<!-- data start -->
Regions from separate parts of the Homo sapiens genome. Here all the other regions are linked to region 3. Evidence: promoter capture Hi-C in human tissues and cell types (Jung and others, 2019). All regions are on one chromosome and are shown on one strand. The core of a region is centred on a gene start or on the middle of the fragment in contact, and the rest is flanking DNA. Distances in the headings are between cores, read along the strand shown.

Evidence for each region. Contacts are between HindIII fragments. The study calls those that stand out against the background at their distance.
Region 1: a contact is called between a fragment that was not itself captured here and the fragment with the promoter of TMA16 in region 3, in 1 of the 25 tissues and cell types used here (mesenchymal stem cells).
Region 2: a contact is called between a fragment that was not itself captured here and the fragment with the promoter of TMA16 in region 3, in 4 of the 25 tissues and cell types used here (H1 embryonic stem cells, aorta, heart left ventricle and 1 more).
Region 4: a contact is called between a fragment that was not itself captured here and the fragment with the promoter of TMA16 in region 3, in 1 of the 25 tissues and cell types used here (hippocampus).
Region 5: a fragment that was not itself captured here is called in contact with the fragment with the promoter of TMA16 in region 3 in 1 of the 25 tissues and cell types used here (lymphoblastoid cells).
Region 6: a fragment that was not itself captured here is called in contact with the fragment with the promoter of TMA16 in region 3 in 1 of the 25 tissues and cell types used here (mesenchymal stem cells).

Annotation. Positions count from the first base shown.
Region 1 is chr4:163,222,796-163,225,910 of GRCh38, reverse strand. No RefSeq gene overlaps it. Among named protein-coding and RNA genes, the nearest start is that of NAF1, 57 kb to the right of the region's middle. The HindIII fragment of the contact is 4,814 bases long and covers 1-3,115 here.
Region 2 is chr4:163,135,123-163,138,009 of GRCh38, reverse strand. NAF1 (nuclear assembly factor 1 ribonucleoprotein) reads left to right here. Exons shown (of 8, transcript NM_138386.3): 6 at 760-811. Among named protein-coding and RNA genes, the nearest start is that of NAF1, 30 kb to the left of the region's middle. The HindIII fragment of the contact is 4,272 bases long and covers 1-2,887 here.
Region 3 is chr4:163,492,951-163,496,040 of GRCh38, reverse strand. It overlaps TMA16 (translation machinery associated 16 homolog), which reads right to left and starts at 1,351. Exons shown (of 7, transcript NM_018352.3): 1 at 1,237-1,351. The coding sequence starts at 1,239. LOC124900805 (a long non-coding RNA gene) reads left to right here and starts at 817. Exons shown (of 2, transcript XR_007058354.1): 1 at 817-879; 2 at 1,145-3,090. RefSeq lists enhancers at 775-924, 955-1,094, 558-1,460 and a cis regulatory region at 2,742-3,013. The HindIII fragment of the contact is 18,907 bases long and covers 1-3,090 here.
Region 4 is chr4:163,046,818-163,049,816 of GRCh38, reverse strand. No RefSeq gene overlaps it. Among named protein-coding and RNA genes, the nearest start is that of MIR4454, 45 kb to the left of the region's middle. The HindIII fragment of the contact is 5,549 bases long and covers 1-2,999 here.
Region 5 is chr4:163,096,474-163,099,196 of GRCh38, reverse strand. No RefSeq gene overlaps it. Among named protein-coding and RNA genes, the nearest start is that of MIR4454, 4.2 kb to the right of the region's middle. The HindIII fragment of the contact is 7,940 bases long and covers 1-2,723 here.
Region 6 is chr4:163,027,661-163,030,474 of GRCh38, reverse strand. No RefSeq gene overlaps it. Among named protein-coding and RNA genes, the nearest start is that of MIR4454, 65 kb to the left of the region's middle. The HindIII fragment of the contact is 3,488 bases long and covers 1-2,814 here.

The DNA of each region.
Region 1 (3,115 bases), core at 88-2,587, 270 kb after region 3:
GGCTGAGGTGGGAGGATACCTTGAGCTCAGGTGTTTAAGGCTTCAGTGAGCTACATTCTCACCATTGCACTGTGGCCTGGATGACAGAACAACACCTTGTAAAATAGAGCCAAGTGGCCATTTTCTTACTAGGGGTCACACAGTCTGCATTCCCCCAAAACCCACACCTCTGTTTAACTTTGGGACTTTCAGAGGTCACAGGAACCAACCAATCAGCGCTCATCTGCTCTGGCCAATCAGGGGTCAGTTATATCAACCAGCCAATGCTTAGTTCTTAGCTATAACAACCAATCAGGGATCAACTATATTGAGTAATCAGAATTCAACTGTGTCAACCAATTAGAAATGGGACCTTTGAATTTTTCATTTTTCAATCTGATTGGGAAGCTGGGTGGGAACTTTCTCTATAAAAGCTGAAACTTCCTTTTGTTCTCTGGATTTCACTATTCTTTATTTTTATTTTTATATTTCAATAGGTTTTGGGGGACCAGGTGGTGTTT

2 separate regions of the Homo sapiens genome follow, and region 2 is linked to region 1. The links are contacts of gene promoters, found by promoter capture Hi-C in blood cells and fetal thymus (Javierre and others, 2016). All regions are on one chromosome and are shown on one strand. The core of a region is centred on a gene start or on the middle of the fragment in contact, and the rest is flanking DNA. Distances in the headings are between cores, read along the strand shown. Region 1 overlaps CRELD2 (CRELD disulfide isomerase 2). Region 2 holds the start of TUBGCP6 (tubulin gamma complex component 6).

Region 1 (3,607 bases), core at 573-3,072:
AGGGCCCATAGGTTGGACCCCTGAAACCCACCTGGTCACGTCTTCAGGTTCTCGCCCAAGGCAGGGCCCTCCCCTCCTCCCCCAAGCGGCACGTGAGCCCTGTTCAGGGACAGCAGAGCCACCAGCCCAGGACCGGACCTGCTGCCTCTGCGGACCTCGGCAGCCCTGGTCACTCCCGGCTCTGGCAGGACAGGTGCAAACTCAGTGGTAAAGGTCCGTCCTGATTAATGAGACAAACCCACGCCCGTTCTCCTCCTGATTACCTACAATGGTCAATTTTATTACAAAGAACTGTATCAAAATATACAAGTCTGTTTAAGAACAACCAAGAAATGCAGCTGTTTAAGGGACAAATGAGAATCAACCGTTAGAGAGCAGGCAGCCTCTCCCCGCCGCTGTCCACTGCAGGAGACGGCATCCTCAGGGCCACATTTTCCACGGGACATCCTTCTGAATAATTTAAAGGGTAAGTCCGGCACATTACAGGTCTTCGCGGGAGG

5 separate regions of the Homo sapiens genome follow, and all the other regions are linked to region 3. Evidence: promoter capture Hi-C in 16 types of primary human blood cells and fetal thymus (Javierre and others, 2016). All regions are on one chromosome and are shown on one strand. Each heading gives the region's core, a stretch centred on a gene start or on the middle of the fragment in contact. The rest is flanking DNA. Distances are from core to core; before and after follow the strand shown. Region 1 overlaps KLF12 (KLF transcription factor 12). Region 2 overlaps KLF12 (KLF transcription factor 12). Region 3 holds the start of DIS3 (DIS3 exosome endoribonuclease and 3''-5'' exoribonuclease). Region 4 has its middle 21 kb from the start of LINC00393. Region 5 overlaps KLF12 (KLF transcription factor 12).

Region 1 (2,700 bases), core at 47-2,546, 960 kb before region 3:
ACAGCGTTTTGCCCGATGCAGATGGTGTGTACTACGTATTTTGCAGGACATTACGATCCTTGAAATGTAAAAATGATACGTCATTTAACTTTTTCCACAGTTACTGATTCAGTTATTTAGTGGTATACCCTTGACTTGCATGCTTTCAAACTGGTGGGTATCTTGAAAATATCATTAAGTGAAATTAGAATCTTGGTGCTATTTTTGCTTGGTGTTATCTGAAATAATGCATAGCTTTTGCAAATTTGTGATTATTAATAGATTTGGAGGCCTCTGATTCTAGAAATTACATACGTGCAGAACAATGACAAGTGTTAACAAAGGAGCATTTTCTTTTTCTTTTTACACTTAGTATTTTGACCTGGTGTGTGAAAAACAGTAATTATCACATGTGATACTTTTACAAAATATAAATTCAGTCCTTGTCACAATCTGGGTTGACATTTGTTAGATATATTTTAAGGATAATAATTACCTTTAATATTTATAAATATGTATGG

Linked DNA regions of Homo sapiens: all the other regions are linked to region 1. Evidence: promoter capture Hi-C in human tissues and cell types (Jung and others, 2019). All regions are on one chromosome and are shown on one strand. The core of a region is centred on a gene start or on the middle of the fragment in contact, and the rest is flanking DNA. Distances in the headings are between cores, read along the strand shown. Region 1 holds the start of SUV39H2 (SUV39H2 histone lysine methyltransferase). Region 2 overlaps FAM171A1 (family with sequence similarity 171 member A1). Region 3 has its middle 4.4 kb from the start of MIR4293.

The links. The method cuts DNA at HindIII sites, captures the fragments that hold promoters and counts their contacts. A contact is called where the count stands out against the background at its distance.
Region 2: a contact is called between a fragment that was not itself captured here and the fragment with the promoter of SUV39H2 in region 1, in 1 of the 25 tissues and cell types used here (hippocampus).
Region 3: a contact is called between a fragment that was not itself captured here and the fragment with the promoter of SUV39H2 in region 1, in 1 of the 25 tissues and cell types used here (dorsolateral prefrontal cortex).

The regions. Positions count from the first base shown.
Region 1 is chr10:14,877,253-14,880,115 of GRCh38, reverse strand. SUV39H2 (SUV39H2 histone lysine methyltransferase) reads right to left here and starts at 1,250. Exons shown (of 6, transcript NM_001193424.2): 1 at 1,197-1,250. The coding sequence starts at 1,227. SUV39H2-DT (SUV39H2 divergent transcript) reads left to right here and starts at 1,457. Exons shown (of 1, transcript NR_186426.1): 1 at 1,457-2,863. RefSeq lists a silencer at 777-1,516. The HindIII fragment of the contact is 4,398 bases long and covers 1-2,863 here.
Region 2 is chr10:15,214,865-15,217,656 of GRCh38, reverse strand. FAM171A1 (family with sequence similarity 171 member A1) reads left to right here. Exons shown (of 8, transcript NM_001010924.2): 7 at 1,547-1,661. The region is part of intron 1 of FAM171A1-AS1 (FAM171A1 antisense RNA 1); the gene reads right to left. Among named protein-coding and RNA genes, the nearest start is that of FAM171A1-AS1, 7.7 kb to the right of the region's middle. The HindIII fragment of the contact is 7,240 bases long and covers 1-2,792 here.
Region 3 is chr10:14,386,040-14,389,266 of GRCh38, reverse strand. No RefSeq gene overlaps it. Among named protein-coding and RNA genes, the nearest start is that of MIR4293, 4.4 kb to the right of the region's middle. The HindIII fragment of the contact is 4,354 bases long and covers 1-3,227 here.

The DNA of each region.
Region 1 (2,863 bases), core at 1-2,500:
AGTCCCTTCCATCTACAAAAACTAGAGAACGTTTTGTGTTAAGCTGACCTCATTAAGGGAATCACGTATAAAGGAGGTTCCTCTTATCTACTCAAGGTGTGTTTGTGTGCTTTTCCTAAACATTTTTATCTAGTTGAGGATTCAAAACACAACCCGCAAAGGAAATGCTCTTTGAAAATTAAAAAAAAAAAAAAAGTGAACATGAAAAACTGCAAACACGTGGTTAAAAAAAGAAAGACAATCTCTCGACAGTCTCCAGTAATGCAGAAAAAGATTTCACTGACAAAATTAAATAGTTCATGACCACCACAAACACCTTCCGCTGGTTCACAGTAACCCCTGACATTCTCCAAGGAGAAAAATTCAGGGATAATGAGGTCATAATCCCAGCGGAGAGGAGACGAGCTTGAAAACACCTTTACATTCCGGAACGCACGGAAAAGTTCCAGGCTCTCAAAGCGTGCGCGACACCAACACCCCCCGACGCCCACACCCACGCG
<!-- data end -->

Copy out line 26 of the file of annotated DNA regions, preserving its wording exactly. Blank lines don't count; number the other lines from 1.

Region 2: a contact is called between a fragment that was not itself captured here and the fragment with the promoter of SUV39H2 in region 1, in 1 of the 25 tissues and cell types used here (hippocampus).